- There's a deadlock somewhere with a SQL table on the database
- The database's statistics and/or query plan cache are incorrect
- The query is too complex and needs to be tuned
- The default timeout in the page codebase it too short and needs to be increased
2. The second issue will cause the database to use a sub-optimal query plan. It can be resolved by clearing the statistics:
If that doesn't work you could also try
Note: You should not do this when your server is under heavy load because it will temporarily incur a big performance hit as all stored procedures and queries are recompiled when first executed.
3. Execute the query being called in the page on SQL Server Management Studio (SSMS) and note the time to retrieve all results. Optimize the SQL query to reduce the amount of time taken to parse and return all data.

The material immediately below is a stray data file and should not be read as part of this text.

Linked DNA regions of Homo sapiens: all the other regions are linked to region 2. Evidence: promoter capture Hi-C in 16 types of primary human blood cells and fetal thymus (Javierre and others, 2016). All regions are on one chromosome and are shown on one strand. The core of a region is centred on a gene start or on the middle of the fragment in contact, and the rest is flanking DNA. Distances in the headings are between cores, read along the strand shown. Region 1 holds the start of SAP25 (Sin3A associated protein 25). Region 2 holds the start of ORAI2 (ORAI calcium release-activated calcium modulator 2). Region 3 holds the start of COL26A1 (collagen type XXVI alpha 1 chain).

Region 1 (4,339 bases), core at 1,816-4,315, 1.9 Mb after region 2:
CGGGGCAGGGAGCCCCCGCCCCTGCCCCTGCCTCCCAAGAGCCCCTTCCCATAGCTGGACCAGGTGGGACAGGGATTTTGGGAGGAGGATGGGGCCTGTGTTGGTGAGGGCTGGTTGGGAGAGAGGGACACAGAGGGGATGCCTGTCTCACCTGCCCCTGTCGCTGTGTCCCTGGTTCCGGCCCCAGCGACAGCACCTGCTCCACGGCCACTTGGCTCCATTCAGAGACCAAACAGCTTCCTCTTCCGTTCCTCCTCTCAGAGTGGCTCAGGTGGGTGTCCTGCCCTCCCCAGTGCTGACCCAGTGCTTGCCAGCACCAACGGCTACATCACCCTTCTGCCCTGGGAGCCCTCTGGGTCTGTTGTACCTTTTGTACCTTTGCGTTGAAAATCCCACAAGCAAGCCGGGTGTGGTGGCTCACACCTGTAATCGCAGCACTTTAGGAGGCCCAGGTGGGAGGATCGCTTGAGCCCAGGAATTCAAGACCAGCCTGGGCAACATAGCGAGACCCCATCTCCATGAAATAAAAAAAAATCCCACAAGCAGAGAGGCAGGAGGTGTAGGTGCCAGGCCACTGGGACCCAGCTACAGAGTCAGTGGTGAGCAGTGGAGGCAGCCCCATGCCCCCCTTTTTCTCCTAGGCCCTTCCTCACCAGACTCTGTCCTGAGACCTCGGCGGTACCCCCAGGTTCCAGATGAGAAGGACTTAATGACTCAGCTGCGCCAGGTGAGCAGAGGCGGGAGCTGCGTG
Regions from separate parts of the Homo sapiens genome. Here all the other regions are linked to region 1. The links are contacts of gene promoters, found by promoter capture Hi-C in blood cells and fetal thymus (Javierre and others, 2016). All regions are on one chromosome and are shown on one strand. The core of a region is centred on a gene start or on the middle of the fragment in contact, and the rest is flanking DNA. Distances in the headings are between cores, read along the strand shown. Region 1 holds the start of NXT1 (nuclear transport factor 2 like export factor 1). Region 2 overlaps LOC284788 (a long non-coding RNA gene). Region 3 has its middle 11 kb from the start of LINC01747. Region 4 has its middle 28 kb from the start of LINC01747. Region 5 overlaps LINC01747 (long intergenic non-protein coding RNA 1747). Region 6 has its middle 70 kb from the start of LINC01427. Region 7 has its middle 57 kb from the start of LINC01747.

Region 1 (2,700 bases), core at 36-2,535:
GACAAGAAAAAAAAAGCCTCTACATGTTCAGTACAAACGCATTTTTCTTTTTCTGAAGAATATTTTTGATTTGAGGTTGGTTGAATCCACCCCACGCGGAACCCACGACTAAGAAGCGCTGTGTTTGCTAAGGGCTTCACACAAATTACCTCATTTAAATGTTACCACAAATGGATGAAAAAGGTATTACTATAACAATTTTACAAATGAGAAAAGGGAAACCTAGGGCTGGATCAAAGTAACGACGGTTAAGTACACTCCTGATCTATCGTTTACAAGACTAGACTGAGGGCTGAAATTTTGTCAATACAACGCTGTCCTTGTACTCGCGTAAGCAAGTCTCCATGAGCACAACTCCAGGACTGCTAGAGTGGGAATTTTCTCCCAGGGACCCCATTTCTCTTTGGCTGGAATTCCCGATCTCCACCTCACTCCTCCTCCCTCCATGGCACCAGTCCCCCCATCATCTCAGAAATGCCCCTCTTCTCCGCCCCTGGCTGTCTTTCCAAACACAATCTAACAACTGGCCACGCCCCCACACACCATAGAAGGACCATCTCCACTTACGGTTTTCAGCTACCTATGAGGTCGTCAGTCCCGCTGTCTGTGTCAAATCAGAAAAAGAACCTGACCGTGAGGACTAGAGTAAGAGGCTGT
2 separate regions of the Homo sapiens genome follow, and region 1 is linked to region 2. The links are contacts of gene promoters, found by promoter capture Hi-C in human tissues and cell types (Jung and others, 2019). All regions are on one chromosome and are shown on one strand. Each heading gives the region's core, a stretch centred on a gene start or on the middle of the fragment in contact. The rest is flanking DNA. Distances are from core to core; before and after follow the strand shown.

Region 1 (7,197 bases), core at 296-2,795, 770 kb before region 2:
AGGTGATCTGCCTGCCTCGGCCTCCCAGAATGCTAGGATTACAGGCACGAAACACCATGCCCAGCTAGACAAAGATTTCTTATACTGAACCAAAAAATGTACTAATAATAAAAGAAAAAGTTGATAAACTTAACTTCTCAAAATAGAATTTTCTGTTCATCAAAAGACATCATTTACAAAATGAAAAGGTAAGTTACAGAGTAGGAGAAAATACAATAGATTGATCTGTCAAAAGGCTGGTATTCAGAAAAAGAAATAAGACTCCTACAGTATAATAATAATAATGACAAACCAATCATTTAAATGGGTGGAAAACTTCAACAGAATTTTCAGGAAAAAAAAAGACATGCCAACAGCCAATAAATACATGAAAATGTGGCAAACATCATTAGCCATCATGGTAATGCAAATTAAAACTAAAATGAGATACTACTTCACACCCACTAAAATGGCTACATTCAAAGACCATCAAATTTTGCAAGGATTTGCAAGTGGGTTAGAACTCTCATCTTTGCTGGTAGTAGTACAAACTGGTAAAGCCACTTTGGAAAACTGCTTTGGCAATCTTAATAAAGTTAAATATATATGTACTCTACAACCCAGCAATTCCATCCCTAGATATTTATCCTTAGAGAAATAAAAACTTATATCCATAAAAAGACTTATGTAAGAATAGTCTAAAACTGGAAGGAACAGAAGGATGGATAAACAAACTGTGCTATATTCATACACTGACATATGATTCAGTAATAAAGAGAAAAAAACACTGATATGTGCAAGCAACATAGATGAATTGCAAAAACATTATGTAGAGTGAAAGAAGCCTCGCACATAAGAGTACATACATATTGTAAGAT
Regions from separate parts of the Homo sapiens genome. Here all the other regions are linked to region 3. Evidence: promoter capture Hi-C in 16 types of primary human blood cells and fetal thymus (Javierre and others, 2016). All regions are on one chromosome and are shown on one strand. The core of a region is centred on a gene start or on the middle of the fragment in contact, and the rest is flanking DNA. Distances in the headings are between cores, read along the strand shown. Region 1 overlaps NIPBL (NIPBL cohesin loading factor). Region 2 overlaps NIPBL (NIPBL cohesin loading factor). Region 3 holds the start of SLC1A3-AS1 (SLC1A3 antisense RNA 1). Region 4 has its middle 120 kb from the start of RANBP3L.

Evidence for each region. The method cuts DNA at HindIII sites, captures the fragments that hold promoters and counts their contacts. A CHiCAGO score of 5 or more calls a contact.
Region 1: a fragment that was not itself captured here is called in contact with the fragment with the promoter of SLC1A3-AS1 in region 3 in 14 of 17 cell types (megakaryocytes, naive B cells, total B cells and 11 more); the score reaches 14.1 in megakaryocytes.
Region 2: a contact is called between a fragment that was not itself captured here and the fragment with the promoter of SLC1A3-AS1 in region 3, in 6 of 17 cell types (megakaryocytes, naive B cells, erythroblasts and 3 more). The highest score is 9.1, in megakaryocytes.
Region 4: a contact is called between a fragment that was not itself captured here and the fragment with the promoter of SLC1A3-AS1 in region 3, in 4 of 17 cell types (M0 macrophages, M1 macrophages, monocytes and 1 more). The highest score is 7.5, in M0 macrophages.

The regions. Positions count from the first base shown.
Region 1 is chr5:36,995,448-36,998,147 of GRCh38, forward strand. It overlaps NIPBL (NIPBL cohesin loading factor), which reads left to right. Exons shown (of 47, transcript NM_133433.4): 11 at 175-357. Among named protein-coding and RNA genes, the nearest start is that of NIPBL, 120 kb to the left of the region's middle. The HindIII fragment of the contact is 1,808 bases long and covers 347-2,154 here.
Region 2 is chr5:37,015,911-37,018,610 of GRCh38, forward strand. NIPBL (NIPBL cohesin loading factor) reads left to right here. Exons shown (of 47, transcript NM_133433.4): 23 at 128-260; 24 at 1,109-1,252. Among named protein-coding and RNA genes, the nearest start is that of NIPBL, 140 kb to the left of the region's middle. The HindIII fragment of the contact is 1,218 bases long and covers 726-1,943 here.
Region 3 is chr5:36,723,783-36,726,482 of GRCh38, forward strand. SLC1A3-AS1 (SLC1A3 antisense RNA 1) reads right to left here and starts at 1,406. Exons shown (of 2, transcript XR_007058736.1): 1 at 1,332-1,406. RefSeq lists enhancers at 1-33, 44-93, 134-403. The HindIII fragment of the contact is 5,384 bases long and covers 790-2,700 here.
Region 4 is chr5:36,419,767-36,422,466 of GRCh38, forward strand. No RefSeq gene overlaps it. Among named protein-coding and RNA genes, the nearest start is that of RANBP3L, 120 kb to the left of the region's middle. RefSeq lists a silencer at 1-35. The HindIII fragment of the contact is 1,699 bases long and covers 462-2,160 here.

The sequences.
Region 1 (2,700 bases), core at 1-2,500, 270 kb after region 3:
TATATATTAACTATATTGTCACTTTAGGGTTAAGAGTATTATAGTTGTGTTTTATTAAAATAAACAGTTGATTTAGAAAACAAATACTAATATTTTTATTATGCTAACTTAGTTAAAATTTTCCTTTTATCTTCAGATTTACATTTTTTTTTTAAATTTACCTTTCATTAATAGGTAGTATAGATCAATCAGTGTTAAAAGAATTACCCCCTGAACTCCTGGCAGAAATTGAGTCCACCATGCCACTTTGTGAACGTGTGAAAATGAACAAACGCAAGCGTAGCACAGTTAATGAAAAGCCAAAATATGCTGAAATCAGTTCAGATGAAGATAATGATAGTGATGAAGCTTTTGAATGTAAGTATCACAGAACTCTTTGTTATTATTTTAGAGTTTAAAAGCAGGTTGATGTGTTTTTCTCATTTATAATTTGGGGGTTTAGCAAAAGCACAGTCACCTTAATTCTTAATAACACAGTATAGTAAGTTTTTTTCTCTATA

4. Update the affected page codebase to specify a long timeout value in the SQL call. The default timeout is normally 30 seconds. For example:
For more information on using the SQL command timeout, please review the following article from Microsoft. CommandTimeout Property
// Setting the command timeout to 2 minutes scGetruntotals.CommandTimeout = 120;
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